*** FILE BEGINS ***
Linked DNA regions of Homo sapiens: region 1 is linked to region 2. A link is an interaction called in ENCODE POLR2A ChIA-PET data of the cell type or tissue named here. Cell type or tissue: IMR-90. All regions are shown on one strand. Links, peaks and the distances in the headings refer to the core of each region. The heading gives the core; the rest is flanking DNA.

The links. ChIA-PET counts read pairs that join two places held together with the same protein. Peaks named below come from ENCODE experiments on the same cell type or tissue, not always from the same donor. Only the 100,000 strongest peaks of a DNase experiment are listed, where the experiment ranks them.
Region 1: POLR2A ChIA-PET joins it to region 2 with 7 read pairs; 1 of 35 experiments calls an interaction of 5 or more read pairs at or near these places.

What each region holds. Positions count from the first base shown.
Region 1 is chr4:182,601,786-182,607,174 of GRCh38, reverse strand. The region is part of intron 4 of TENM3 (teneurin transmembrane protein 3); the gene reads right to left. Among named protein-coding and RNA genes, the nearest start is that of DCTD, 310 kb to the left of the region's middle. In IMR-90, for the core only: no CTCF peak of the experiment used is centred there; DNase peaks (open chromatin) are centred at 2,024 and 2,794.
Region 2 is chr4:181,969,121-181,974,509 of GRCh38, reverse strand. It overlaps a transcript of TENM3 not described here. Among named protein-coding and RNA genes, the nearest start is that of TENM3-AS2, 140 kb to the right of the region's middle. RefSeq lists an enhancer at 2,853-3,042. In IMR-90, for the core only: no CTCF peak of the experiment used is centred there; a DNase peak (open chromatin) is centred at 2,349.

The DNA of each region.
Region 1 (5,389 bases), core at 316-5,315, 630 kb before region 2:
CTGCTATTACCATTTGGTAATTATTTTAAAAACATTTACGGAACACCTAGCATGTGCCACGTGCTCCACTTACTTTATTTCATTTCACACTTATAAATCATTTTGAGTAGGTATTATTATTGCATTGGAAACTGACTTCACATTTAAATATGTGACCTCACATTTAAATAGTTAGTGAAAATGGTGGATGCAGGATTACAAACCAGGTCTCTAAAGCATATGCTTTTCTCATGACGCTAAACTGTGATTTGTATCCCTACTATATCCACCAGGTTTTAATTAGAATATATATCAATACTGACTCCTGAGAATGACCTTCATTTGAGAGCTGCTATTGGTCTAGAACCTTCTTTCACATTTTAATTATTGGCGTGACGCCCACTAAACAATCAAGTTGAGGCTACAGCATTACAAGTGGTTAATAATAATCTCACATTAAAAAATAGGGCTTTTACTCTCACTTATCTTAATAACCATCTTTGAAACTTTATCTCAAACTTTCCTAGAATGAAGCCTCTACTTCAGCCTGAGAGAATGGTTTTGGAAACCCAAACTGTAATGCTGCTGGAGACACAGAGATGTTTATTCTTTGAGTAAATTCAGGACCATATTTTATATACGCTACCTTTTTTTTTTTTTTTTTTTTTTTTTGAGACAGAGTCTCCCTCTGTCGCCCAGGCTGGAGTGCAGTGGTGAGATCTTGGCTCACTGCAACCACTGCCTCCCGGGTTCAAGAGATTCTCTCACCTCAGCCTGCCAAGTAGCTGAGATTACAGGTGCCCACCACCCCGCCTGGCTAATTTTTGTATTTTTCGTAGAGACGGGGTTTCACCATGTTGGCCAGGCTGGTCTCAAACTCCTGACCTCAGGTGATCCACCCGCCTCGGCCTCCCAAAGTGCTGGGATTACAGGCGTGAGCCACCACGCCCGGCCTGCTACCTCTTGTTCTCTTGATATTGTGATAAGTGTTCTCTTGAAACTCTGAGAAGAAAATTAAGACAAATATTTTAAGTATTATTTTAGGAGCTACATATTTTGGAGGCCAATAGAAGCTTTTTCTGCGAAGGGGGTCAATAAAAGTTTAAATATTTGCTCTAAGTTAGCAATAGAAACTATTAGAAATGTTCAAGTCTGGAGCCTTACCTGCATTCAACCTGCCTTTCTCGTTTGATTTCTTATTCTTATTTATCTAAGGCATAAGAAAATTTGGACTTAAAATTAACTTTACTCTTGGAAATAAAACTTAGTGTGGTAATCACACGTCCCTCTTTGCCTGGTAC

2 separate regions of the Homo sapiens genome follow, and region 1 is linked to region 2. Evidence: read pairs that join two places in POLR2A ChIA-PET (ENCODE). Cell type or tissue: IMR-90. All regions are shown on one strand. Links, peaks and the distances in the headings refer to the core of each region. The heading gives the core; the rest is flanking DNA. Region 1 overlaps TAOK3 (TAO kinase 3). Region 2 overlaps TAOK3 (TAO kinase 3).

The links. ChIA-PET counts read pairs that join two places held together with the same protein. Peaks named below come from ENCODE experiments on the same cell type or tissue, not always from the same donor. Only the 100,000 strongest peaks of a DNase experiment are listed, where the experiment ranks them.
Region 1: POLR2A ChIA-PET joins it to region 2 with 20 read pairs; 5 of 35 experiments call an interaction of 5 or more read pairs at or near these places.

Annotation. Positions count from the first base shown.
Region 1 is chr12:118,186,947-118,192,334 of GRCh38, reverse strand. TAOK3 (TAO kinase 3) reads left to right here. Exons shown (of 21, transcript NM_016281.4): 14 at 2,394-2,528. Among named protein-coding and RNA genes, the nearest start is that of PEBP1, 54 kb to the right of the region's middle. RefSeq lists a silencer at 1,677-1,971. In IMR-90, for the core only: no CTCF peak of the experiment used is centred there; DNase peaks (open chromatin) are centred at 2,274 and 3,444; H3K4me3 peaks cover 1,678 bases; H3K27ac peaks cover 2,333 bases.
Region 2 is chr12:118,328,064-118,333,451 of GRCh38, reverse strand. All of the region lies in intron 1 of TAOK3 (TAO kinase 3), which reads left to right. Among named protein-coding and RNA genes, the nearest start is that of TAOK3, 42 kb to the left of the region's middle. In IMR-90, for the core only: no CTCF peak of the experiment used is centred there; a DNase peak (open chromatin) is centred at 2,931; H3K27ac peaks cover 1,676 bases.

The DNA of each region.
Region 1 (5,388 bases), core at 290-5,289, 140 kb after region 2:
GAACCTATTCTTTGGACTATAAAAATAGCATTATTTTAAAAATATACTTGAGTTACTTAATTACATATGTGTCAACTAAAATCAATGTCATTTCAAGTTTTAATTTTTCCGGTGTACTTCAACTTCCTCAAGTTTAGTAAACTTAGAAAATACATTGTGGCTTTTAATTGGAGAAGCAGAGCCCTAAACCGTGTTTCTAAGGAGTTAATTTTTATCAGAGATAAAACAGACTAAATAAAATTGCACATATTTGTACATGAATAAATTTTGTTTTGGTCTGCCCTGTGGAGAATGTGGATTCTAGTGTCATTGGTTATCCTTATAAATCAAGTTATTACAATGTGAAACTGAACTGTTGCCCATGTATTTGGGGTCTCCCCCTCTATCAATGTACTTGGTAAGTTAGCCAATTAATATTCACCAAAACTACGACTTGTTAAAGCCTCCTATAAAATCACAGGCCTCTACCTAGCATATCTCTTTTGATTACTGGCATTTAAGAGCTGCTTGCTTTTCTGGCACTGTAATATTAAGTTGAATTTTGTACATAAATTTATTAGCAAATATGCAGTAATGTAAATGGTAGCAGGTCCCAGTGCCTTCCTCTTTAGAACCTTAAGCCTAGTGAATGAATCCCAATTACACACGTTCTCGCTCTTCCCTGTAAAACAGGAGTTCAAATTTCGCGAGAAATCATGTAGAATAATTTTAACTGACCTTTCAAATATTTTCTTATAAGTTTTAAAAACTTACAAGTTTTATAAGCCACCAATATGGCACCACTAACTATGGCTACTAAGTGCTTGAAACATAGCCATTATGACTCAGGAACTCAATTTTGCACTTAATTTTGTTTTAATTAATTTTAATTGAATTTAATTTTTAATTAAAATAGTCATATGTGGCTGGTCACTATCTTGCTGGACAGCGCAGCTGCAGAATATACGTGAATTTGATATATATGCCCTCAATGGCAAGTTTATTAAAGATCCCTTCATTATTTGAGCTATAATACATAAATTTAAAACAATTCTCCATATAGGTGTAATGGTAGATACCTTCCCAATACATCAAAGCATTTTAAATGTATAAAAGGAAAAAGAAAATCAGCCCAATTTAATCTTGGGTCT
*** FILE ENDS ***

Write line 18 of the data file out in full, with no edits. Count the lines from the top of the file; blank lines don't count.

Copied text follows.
GAACCTATTCTTTGGACTATAAAAATAGCATTATTTTAAAAATATACTTGAGTTACTTAATTACATATGTGTCAACTAAAATCAATGTCATTTCAAGTTTTAATTTTTCCGGTGTACTTCAACTTCCTCAAGTTTAGTAAACTTAGAAAATACATTGTGGCTTTTAATTGGAGAAGCAGAGCCCTAAACCGTGTTTCTAAGGAGTTAATTTTTATCAGAGATAAAACAGACTAAATAAAATTGCACATATTTGTACATGAATAAATTTTGTTTTGGTCTGCCCTGTGGAGAATGTGGATTCTAGTGTCATTGGTTATCCTTATAAATCAAGTTATTACAATGTGAAACTGAACTGTTGCCCATGTATTTGGGGTCTCCCCCTCTATCAATGTACTTGGTAAGTTAGCCAATTAATATTCACCAAAACTACGACTTGTTAAAGCCTCCTATAAAATCACAGGCCTCTACCTAGCATATCTCTTTTGATTACTGGCATTTAAGAGCTGCTTGCTTTTCTGGCACTGTAATATTAAGTTGAATTTTGTACATAAATTTATTAGCAAATATGCAGTAATGTAAATGGTAGCAGGTCCCAGTGCCTTCCTCTTTAGAACCTTAAGCCTAGTGAATGAATCCCAATTACACACGTTCTCGCTCTTCCCTGTAAAACAGGAGTTCAAATTTCGCGAGAAATCATGTAGAATAATTTTAACTGACCTTTCAAATATTTTCTTATAAGTTTTAAAAACTTACAAGTTTTATAAGCCACCAATATGGCACCACTAACTATGGCTACTAAGTGCTTGAAACATAGCCATTATGACTCAGGAACTCAATTTTGCACTTAATTTTGTTTTAATTAATTTTAATTGAATTTAATTTTTAATTAAAATAGTCATATGTGGCTGGTCACTATCTTGCTGGACAGCGCAGCTGCAGAATATACGTGAATTTGATATATATGCCCTCAATGGCAAGTTTATTAAAGATCCCTTCATTATTTGAGCTATAATACATAAATTTAAAACAATTCTCCATATAGGTGTAATGGTAGATACCTTCCCAATACATCAAAGCATTTTAAATGTATAAAAGGAAAAAGAAAATCAGCCCAATTTAATCTTGGGTCT